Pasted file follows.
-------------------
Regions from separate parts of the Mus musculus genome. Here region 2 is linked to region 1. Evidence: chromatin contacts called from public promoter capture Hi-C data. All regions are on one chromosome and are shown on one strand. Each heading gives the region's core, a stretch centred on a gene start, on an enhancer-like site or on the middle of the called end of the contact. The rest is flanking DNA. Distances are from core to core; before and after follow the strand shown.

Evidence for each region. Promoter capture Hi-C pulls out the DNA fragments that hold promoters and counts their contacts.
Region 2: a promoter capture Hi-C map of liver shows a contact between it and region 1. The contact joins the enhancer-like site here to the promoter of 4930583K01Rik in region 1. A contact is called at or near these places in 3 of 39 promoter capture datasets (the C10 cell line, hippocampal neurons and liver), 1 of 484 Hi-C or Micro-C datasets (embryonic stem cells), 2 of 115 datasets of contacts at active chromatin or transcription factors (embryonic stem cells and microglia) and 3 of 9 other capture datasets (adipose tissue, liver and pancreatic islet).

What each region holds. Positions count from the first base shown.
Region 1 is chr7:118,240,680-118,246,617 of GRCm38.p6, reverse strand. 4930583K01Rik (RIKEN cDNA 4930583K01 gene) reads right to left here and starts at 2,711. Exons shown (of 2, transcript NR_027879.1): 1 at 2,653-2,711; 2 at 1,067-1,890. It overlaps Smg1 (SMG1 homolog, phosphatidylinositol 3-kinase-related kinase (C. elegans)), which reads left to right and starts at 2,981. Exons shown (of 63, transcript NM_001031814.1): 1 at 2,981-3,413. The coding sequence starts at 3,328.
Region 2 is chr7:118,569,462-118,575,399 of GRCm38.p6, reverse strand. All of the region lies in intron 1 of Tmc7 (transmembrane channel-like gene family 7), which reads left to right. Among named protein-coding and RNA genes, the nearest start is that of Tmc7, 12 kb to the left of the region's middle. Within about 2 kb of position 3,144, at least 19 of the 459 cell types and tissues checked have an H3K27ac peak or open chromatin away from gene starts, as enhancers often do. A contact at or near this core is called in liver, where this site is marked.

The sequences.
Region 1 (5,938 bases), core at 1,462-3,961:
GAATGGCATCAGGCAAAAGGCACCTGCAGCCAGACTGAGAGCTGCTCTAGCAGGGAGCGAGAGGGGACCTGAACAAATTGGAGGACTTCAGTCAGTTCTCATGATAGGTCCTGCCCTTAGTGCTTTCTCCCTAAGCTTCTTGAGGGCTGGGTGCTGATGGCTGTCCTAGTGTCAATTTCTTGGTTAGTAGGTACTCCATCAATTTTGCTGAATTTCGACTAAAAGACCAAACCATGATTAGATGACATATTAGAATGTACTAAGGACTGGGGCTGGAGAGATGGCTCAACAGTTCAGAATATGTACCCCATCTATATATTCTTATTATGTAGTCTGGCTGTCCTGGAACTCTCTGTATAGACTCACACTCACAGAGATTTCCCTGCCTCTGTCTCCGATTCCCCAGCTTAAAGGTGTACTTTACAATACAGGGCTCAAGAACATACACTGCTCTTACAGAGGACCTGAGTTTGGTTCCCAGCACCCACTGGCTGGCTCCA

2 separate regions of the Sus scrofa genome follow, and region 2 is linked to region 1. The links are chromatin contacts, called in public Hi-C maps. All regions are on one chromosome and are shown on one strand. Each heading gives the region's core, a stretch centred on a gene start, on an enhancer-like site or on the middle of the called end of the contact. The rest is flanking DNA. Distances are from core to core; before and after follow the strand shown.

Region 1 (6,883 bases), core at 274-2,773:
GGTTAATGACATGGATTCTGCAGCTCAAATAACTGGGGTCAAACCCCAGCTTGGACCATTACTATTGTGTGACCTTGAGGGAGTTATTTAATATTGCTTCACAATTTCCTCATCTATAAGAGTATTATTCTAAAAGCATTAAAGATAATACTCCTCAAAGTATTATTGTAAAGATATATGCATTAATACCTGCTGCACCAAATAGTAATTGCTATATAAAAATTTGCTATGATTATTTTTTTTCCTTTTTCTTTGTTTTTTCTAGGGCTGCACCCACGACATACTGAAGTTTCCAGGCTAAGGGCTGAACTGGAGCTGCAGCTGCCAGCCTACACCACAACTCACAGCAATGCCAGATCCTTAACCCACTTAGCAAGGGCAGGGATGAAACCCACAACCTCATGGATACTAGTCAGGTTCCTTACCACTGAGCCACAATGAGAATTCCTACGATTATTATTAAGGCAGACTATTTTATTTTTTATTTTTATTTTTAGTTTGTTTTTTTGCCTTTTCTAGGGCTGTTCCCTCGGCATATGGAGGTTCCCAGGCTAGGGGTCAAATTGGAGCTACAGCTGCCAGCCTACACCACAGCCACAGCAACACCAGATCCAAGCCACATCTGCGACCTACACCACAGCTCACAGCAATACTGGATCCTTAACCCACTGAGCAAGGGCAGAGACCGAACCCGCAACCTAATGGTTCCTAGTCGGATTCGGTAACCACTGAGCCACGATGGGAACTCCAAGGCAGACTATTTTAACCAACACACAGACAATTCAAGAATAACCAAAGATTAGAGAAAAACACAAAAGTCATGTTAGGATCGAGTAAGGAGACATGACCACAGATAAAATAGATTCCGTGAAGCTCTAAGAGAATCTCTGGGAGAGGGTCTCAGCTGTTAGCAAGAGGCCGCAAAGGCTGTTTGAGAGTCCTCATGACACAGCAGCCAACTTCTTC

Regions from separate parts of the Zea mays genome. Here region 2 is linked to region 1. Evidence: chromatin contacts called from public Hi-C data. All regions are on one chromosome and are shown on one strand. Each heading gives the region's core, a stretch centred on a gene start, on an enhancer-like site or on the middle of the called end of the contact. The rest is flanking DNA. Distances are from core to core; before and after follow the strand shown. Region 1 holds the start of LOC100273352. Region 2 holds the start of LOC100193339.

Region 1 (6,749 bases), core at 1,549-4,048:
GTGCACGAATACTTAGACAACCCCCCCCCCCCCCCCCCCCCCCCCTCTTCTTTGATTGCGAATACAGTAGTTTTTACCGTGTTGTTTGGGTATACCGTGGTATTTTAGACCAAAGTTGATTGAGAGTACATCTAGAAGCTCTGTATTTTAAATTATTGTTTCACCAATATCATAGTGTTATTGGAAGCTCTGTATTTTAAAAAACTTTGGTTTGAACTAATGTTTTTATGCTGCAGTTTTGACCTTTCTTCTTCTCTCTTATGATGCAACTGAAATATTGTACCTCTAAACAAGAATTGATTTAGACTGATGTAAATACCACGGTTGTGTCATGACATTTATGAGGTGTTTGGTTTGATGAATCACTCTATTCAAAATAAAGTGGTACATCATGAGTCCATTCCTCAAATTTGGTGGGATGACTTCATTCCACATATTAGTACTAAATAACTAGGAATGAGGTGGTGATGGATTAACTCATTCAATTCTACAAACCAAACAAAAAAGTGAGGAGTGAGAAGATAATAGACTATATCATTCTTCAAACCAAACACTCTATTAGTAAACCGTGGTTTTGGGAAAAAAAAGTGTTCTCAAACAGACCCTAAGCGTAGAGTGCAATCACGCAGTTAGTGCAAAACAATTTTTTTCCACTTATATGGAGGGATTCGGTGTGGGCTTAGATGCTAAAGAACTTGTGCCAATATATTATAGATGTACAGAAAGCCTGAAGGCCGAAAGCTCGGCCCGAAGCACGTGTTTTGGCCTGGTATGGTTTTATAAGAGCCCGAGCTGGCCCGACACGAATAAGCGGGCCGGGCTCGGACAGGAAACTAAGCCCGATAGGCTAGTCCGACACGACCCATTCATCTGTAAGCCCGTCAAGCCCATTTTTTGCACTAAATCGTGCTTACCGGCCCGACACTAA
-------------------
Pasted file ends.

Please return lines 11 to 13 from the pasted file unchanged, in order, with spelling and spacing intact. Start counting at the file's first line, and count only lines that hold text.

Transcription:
Region 1 (6,883 bases), core at 274-2,773:
GGTTAATGACATGGATTCTGCAGCTCAAATAACTGGGGTCAAACCCCAGCTTGGACCATTACTATTGTGTGACCTTGAGGGAGTTATTTAATATTGCTTCACAATTTCCTCATCTATAAGAGTATTATTCTAAAAGCATTAAAGATAATACTCCTCAAAGTATTATTGTAAAGATATATGCATTAATACCTGCTGCACCAAATAGTAATTGCTATATAAAAATTTGCTATGATTATTTTTTTTCCTTTTTCTTTGTTTTTTCTAGGGCTGCACCCACGACATACTGAAGTTTCCAGGCTAAGGGCTGAACTGGAGCTGCAGCTGCCAGCCTACACCACAACTCACAGCAATGCCAGATCCTTAACCCACTTAGCAAGGGCAGGGATGAAACCCACAACCTCATGGATACTAGTCAGGTTCCTTACCACTGAGCCACAATGAGAATTCCTACGATTATTATTAAGGCAGACTATTTTATTTTTTATTTTTATTTTTAGTTTGTTTTTTTGCCTTTTCTAGGGCTGTTCCCTCGGCATATGGAGGTTCCCAGGCTAGGGGTCAAATTGGAGCTACAGCTGCCAGCCTACACCACAGCCACAGCAACACCAGATCCAAGCCACATCTGCGACCTACACCACAGCTCACAGCAATACTGGATCCTTAACCCACTGAGCAAGGGCAGAGACCGAACCCGCAACCTAATGGTTCCTAGTCGGATTCGGTAACCACTGAGCCACGATGGGAACTCCAAGGCAGACTATTTTAACCAACACACAGACAATTCAAGAATAACCAAAGATTAGAGAAAAACACAAAAGTCATGTTAGGATCGAGTAAGGAGACATGACCACAGATAAAATAGATTCCGTGAAGCTCTAAGAGAATCTCTGGGAGAGGGTCTCAGCTGTTAGCAAGAGGCCGCAAAGGCTGTTTGAGAGTCCTCATGACACAGCAGCCAACTTCTTC

Regions from separate parts of the Zea mays genome. Here region 2 is linked to region 1. Evidence: chromatin contacts called from public Hi-C data. All regions are on one chromosome and are shown on one strand. Each heading gives the region's core, a stretch centred on a gene start, on an enhancer-like site or on the middle of the called end of the contact. The rest is flanking DNA. Distances are from core to core; before and after follow the strand shown. Region 1 holds the start of LOC100273352. Region 2 holds the start of LOC100193339.